Discovering Steven Campbell, from Cover to Cover.

I knew in 2004, when I first started university that I wanted to create figurative paintings that were of an imaginative style. I’d studied art all through my education, buying numerous books on the Old Greats. It wasn’t until my foundation course tutor, Mick Maslen, introduced me to the artwork of a group of Scottish figurative painters that I really knew the type of artwork I wanted to create. One of those artists was Steven Campbell.

My tutor handed me the book, ‘The Paintings of Steven Campbell, The Story so Far.’ The paintings inside were totally fresh and new to me. They drew my curiosity as they were full of story, wonder and puzzles. I had always read art books but hadn’t really sat down and read a proper book since school. As I discovered Campbell’s love of the books of P.G Wodehouse I thought by reading them I would find more clues to his paintings. I was planning a trip to Edinburgh to drop a painting off at a gallery and thought this would be a great opportunity for a read so I bought ‘Carry On Jeeves’ by Wodehouse. The book was full of quirky characters and hilarious stories. I thought these characters could be, on some level, the figures in Campbell’s paintings. This was great, these books were almost a dialogue for the artworks and I began reading more and more of them.

I’ve decided to talk about a painting that was probably the first image of Campbell’s work that I saw. It’s the image used for the front of a book my tutor handed to me. The painting is called ‘Painting in Defence of Migrants.’ Although painted in 1993 the image and subject are actually very appropriate given current events in the world today. The work shows a group of migrants exhausted from their travels, sitting high up next to a waterfall. They are spot-lit; the sky is dark with heavy clouds hanging over them with subtle silhouettes of men with guns drifting among them. Hunters or Soldiers? Perhaps in hot pursuit of the weary travellers?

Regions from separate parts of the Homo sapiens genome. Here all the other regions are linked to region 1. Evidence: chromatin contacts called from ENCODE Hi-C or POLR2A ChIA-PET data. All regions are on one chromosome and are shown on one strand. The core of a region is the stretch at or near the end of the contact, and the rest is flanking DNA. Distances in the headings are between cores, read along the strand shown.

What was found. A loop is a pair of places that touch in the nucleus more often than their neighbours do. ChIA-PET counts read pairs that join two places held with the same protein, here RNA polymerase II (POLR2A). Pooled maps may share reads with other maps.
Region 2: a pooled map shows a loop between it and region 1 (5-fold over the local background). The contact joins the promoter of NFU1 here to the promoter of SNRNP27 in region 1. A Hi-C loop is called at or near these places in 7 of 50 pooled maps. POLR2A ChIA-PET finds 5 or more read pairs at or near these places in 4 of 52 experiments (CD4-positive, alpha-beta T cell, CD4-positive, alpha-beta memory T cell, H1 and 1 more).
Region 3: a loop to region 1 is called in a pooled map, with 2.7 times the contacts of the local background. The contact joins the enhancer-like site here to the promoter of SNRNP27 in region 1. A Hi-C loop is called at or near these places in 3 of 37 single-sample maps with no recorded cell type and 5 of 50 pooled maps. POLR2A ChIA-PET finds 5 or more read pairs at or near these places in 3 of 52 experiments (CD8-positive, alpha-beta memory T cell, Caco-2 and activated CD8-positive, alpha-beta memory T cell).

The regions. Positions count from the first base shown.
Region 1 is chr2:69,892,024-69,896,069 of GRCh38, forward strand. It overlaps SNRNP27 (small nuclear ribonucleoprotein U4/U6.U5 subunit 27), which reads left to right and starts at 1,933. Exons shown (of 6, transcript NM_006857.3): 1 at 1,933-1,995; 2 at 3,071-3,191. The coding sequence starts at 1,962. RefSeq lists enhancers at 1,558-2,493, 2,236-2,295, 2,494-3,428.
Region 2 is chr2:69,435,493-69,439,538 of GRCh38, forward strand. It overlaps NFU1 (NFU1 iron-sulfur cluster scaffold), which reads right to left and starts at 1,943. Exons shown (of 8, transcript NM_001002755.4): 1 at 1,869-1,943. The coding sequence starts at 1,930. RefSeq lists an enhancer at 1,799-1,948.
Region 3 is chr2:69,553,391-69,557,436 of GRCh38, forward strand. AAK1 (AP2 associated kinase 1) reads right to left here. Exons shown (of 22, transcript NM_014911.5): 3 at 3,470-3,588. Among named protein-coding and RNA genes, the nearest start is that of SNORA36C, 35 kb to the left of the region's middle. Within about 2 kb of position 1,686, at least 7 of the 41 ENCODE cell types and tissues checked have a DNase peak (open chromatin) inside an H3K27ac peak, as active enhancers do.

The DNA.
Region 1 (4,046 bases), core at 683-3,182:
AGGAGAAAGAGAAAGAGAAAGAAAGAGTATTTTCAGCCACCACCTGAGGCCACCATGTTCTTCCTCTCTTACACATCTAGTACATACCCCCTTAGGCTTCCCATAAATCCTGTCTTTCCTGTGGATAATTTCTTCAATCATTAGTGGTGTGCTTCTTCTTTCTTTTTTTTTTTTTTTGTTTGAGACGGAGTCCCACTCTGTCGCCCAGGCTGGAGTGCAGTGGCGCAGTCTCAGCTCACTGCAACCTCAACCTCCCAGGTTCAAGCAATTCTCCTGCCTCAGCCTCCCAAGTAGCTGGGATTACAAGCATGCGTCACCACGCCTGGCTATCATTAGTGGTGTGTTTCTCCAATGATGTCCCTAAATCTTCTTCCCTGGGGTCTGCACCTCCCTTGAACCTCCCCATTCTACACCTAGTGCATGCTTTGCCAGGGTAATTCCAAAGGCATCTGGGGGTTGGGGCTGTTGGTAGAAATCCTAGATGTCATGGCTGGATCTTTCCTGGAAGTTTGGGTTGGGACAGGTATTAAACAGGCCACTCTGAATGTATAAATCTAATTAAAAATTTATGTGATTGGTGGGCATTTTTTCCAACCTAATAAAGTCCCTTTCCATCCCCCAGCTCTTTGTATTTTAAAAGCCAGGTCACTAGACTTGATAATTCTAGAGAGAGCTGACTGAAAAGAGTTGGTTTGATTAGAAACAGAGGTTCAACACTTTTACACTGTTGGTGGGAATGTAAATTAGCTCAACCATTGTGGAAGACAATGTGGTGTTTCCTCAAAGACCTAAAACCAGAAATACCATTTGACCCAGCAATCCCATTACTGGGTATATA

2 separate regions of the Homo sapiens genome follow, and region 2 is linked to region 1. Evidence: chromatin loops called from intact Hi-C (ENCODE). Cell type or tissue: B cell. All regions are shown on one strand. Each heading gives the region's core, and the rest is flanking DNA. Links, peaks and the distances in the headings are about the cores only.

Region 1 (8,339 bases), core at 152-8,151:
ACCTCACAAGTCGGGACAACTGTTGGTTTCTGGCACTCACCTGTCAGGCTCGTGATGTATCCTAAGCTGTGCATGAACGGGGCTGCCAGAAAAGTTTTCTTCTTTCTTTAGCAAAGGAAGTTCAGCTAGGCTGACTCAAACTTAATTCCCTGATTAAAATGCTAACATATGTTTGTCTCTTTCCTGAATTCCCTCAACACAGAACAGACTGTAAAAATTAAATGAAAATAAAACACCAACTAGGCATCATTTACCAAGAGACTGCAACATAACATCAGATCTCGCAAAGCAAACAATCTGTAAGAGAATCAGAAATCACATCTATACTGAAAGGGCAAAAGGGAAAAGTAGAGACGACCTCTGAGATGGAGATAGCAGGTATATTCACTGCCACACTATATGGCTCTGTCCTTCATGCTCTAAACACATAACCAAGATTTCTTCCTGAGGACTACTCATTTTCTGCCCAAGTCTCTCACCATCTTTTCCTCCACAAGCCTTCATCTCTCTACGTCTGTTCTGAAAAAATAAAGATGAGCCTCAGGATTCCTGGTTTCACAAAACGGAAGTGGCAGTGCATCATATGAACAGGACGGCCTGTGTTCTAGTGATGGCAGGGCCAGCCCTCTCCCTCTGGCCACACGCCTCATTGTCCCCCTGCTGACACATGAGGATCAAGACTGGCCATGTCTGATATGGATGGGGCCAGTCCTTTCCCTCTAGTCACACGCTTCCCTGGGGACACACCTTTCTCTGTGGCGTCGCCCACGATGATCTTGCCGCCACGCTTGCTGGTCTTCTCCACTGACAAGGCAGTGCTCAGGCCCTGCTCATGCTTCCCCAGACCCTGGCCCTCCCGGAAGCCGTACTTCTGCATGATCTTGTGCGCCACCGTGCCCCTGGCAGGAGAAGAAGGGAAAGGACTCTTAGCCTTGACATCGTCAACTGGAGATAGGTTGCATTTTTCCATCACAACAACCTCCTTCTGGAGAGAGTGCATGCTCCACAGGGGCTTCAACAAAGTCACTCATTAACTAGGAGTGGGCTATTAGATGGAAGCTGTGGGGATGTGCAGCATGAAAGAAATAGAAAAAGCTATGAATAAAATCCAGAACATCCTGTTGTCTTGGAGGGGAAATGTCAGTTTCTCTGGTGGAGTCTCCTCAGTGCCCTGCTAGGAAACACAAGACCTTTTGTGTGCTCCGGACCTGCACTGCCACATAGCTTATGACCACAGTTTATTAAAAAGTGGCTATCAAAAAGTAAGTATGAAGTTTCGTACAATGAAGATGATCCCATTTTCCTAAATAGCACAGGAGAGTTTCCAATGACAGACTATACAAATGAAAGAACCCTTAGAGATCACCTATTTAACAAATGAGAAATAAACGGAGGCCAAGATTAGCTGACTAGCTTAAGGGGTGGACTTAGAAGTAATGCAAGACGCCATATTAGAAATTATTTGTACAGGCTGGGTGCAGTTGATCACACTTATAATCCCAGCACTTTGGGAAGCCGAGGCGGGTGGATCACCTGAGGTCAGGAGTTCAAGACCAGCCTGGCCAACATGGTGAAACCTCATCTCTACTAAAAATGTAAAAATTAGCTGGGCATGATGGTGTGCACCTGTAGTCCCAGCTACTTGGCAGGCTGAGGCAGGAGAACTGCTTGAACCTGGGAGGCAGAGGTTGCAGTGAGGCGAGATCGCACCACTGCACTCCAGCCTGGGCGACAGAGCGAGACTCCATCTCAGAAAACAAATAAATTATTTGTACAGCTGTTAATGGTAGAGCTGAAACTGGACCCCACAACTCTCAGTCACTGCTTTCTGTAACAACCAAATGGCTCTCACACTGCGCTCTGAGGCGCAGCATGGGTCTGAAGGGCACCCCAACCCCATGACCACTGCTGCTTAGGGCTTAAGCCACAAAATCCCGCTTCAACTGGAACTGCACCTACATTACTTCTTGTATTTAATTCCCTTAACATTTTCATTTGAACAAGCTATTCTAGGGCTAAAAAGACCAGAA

Painting In Defence of Migrants

The composition of the painting is circular, your eye moves around the painting, led by limbs, faces, and nature. Circular? Could this be on purpose to show that the travellers have been walking in circles themselves? Two trees sit either side of the painting, sheltering the group. The tall trunks lean towards each other forcing your eye down a valley filled with birds and fish; they too are migrants. The fish swim against the flowing waters of the river. They are most likely as tired as the people, fighting the current. A man with blonde hair is slightly more spot-lit than the others in the group, his hands placed together as though he is praying. The fish and water behind him are glowing. Has his prayer been answered as nature provides the fish that could be the food the travellers need to gain the energy to carry on? He is also the only one standing and is taking a step forward, a hopeful man not willing to give up. The birds swoop and glide over the landscape, littering the sky like the Hitchcock film, but these birds are not menacing. I feel they represent hope, a rescue party!

Since first seeing that book I’ve managed to collect a lot of exhibition catalogues of various Steven Campbell exhibitions from various online sellers. My favourite though, is one from a 1984 exhibition at The Fruitmarket Gallery. They say don’t judge a book by its cover but this one had a very special cover. The cover is cream covered with black brush marks crisscrossing and dotting out a horizontal figure in front of brickwork with the name STEVEN CAMPBELL spelled out boldly. As I picked it up I thought the rear of the cover was ripped, only to discover this was purposely done to reveal a pale blue sky with those same expressive black brush marks shaping out a mountain scene.


The great thing I’ve found in Campbell’s work is that every time I return to look at his paintings I’ll find something new. I feel like a traveller myself when I study them as I’m sure he was when he painted them. One of the things that really draws me to the work is how much you can tell he enjoyed painting these artworks; it’s his playground with endless possibilities.

With thanks to:

Richard Woods

Artist and Damien Hirst Painting Assistant
Member of Steven Campbell Appreciation Group:


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